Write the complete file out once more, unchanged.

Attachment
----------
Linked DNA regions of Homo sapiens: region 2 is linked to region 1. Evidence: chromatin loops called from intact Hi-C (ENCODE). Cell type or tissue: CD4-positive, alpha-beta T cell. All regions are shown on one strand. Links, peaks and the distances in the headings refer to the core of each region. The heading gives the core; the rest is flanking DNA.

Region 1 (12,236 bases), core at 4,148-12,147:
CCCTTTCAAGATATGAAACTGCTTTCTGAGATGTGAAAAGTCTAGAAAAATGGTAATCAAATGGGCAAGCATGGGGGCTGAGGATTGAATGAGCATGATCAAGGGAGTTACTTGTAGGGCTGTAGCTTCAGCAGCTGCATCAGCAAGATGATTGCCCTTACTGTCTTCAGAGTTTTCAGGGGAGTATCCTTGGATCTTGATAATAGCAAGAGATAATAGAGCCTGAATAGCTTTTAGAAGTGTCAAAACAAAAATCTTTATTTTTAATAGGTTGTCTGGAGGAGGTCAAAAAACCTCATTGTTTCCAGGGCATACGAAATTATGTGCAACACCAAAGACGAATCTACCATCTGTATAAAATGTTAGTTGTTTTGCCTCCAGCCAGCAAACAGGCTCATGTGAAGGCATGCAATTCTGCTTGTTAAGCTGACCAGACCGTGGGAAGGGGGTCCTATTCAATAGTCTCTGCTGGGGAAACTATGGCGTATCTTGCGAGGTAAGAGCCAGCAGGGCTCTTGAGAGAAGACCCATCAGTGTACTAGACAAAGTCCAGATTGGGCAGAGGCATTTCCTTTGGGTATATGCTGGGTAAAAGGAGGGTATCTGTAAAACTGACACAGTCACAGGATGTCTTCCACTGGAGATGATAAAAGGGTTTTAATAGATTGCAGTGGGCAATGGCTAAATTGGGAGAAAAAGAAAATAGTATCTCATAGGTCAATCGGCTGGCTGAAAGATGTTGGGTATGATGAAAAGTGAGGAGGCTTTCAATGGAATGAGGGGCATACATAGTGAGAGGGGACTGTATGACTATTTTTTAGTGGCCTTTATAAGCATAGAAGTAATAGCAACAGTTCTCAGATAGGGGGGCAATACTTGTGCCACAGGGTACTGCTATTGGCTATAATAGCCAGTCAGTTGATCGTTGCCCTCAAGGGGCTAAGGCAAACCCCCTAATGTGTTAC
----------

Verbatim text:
Linked DNA regions of Homo sapiens: region 2 is linked to region 1. Evidence: chromatin loops called from intact Hi-C (ENCODE). Cell type or tissue: CD4-positive, alpha-beta T cell. All regions are shown on one strand. Links, peaks and the distances in the headings refer to the core of each region. The heading gives the core; the rest is flanking DNA.

Region 1 (12,236 bases), core at 4,148-12,147:
CCCTTTCAAGATATGAAACTGCTTTCTGAGATGTGAAAAGTCTAGAAAAATGGTAATCAAATGGGCAAGCATGGGGGCTGAGGATTGAATGAGCATGATCAAGGGAGTTACTTGTAGGGCTGTAGCTTCAGCAGCTGCATCAGCAAGATGATTGCCCTTACTGTCTTCAGAGTTTTCAGGGGAGTATCCTTGGATCTTGATAATAGCAAGAGATAATAGAGCCTGAATAGCTTTTAGAAGTGTCAAAACAAAAATCTTTATTTTTAATAGGTTGTCTGGAGGAGGTCAAAAAACCTCATTGTTTCCAGGGCATACGAAATTATGTGCAACACCAAAGACGAATCTACCATCTGTATAAAATGTTAGTTGTTTTGCCTCCAGCCAGCAAACAGGCTCATGTGAAGGCATGCAATTCTGCTTGTTAAGCTGACCAGACCGTGGGAAGGGGGTCCTATTCAATAGTCTCTGCTGGGGAAACTATGGCGTATCTTGCGAGGTAAGAGCCAGCAGGGCTCTTGAGAGAAGACCCATCAGTGTACTAGACAAAGTCCAGATTGGGCAGAGGCATTTCCTTTGGGTATATGCTGGGTAAAAGGAGGGTATCTGTAAAACTGACACAGTCACAGGATGTCTTCCACTGGAGATGATAAAAGGGTTTTAATAGATTGCAGTGGGCAATGGCTAAATTGGGAGAAAAAGAAAATAGTATCTCATAGGTCAATCGGCTGGCTGAAAGATGTTGGGTATGATGAAAAGTGAGGAGGCTTTCAATGGAATGAGGGGCATACATAGTGAGAGGGGACTGTATGACTATTTTTTAGTGGCCTTTATAAGCATAGAAGTAATAGCAACAGTTCTCAGATAGGGGGGCAATACTTGTGCCACAGGGTACTGCTATTGGCTATAATAGCCAGTCAGTTGATCGTTGCCCTCAAGGGGCTAAGGCAAACCCCCTAATGTGTTAC